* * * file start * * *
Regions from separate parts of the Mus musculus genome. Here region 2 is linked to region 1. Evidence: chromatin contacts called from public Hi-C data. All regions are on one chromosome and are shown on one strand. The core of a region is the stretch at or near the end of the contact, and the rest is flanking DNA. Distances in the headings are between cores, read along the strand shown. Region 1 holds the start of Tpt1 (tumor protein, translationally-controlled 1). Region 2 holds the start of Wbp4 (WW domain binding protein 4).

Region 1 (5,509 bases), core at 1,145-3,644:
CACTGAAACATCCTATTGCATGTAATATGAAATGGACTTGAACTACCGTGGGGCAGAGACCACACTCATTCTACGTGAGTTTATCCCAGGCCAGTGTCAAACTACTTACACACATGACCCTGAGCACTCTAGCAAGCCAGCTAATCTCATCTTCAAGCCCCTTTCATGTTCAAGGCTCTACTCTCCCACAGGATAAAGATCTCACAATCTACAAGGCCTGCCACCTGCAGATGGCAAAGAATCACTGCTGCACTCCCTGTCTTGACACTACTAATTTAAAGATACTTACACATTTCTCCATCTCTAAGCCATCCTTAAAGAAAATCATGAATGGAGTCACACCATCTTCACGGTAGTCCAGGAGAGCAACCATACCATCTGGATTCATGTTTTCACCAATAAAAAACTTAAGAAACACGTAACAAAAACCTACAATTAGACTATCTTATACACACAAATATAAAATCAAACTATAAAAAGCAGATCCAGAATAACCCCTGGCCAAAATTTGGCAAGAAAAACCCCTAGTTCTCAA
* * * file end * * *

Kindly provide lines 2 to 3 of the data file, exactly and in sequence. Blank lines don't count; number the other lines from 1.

Region 1 (5,509 bases), core at 1,145-3,644:
CACTGAAACATCCTATTGCATGTAATATGAAATGGACTTGAACTACCGTGGGGCAGAGACCACACTCATTCTACGTGAGTTTATCCCAGGCCAGTGTCAAACTACTTACACACATGACCCTGAGCACTCTAGCAAGCCAGCTAATCTCATCTTCAAGCCCCTTTCATGTTCAAGGCTCTACTCTCCCACAGGATAAAGATCTCACAATCTACAAGGCCTGCCACCTGCAGATGGCAAAGAATCACTGCTGCACTCCCTGTCTTGACACTACTAATTTAAAGATACTTACACATTTCTCCATCTCTAAGCCATCCTTAAAGAAAATCATGAATGGAGTCACACCATCTTCACGGTAGTCCAGGAGAGCAACCATACCATCTGGATTCATGTTTTCACCAATAAAAAACTTAAGAAACACGTAACAAAAACCTACAATTAGACTATCTTATACACACAAATATAAAATCAAACTATAAAAAGCAGATCCAGAATAACCCCTGGCCAAAATTTGGCAAGAAAAACCCCTAGTTCTCAA